Today I had another massage therapy appointment. As I took off my shirt and shoes I shared with the therapist how much better I was feeling than last week; not off medication and not without any pressure, but better, and even a little “better” means e-v-e-r-y-t-h-i-n-g. She made some notes and I laid down on the massage table. She began massaging the painful muscles that had robbed me of so much of my regular little life this past year. Then, as I was asking her how her holidays had been, she put her finger on it. I stopped speaking mid-sentence, caught my breath, and as my eyes filled welled up with tears I said, “Dear God! Don’t move. What is that? Where are you? Show me what you’re doing” I asked and offered her my own hand so she could show me exactly where she was at so that I could hope to replicate this myself. Just the right amount of pressure that she was applying to just the right spot gave unspeakable, breathtaking relief to the pressure that, even on a “good” day has become a fact of my everyday life. It made me at once sad and hopeful. It made me sad that I had grown so accustomed to nearly constant discomfort and, at the same time, it made me hopeful that it could be different, that I still could heal and relax back into what I had almost forgotten.

It was then that I thought again about what Tom had said yesterday. Tom is straight, late sixty-something I’d guess, a retired Teamster truck driver, a vet prone to faintly off-color jokes, and who, by his own admission, started coming to church at all to bring his wife. I adore him. Unlikely kindreds perhaps, but kindreds never find each other by sight alone. Without fail, when I see Tom, I can count on his very next words after “Hey there partner,” being “Hey, did I tell you the one about…?” And Tom will be off again with three more nuns at the pearly gates or after a grand build up, deliver the punch line explaining that PMS is in the Bible. Walking away from Tom one day after playing the “straight man” to his jokes one day last month I decided that if I have to be old, I wanna be like Tom . . . Tom or Wendell Berry. Yesterday, after our regular Sunday service a workshop was being held around how we can be more welcoming, more inclusive, and more aware of the subtle ways that we might exclude others. The facilitator enthusiastically explained what the hour was all about and then said those dreaded words: “Now,” she chirped, “if you’ll all break into groups of three…”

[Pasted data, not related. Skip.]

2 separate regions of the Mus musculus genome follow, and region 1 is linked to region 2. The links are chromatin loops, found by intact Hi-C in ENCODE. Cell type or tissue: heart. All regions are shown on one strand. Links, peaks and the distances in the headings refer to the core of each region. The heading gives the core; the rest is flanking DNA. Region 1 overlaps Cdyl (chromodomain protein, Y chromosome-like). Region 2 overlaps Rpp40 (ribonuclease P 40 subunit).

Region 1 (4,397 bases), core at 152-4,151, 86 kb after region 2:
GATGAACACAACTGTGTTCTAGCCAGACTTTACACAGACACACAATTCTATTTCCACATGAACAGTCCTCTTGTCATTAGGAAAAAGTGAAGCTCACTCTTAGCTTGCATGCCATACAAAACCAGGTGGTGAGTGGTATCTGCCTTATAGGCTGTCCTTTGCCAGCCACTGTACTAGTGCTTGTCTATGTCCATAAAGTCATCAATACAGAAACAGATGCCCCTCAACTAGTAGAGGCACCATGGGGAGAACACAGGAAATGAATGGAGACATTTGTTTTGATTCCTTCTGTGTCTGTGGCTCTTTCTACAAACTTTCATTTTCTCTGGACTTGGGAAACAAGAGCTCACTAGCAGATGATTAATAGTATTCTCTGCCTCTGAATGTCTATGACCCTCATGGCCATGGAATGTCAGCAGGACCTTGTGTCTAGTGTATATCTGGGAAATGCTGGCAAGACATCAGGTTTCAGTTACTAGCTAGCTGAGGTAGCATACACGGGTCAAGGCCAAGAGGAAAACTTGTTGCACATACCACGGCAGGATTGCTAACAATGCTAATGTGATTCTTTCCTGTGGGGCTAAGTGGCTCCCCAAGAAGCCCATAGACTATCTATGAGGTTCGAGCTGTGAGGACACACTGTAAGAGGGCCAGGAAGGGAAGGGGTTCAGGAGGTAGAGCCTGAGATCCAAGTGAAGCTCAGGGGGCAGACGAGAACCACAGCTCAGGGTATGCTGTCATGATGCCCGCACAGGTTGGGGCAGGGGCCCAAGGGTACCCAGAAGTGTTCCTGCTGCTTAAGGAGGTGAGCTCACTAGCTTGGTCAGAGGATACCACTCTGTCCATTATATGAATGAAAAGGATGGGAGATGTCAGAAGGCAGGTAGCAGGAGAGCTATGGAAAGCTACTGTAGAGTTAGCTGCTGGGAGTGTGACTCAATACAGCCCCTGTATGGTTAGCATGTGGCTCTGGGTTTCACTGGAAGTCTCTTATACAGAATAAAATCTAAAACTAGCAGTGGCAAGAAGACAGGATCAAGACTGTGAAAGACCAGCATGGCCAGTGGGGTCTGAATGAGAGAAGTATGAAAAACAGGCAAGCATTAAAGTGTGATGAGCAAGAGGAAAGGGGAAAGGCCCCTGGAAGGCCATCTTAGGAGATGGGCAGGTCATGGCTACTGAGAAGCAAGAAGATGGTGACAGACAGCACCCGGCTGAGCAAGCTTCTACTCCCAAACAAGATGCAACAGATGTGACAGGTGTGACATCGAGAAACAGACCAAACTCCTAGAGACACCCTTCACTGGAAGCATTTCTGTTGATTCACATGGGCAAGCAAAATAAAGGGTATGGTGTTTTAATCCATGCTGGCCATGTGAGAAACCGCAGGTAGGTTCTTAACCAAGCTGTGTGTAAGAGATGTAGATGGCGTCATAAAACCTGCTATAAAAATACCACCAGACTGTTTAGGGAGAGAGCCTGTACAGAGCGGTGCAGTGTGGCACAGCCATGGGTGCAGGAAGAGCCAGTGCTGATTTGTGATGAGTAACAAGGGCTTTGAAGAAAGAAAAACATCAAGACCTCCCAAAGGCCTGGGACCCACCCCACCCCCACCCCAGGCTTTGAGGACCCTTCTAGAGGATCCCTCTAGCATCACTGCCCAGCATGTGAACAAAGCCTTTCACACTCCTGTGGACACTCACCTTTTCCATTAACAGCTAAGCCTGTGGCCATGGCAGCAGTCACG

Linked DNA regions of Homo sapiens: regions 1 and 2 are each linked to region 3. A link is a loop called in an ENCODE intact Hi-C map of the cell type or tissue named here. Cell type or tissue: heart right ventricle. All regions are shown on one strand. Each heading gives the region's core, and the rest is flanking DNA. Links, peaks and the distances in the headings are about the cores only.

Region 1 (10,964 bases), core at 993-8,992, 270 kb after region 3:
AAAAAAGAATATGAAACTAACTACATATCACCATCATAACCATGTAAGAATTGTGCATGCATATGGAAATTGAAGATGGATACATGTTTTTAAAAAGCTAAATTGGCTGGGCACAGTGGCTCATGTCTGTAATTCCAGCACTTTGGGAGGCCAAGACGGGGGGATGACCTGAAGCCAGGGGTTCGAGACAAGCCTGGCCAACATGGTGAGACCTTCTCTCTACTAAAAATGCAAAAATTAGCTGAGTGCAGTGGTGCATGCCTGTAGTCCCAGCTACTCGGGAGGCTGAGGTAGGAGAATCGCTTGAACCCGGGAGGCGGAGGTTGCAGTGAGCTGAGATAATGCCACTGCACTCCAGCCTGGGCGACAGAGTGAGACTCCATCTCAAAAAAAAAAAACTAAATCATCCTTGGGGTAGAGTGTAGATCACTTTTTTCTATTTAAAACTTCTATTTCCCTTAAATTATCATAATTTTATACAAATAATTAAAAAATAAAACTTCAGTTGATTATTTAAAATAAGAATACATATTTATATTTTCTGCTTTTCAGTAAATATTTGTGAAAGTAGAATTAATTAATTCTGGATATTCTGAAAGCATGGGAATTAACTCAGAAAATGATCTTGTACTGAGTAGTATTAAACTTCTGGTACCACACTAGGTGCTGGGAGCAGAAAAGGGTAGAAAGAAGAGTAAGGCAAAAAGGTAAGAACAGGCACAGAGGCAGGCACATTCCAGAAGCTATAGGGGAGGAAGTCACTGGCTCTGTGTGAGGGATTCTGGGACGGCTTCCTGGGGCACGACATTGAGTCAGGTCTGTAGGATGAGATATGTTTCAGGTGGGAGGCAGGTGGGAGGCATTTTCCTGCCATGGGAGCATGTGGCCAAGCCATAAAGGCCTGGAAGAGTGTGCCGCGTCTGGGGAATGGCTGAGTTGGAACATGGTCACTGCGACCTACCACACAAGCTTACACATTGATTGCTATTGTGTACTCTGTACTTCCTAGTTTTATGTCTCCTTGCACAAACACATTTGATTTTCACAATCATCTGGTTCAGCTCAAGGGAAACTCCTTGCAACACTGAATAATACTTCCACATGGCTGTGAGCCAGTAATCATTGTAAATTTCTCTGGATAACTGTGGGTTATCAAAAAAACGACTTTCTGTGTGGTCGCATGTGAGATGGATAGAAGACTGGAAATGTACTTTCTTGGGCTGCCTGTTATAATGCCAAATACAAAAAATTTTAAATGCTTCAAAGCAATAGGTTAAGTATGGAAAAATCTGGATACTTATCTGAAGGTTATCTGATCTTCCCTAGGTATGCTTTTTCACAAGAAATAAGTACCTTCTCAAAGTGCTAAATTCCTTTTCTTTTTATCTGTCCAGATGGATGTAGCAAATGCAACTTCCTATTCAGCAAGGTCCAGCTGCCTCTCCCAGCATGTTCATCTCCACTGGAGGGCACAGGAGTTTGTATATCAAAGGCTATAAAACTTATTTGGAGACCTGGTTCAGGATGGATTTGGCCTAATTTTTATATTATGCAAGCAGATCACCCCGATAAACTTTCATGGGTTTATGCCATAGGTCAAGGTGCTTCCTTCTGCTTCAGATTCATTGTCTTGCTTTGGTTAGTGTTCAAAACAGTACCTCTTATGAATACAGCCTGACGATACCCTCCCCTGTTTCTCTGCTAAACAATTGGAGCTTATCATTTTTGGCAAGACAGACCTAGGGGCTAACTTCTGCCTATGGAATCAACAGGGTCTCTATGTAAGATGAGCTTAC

I hate breaking into groups of three.

“How rude can I be without being called rude?” I wondered as I considered just leaving the room of only maybe fifteen people as quickly as I could. “Whoa! Look at the time!” “My grandma just died.” “I’m sorry, I just had an accident. If you’ll excuse me.” As every lame excuse ever tried by every fifth grader ever went through my mind, we broke into groups of three. I’m not sure why I’m so resistant to small group stuff. I think, aside from obviously not being in control, that I’m always worried that I’ll drop emotional trou and No one else will or someone else will drop emotional trou – someone I don’t even like! Then what? Well, then I’m left both, kind of heartbroken over what the person shared and feeling guilty because I hadn’t previously been able to bring myself to even think kindly of them. Typically, if the menu only offers: breaking into small groups or eating liver smothered in yellow mustard, I’d typically go for the disgusting organ meat and vile condiment.

My group of three included Tom and Ben, another longtime member of our congregation. The facilitator announced questions that each of us were to take a couple of minutes and answer. As the hour grew to a close the facilitator announced the last question.

“Alright now,” she said, “now share with each other about a time when you felt excluded.”

Ben went first, sharing his answer in our confidence. I mentioned one incident, unsure of how to pick one out of a lifetime of examples. Finally, it was Tom’s turn to share and this small group thing would finally be over. Tom thought for a moment, started to say something, stopped, then began again.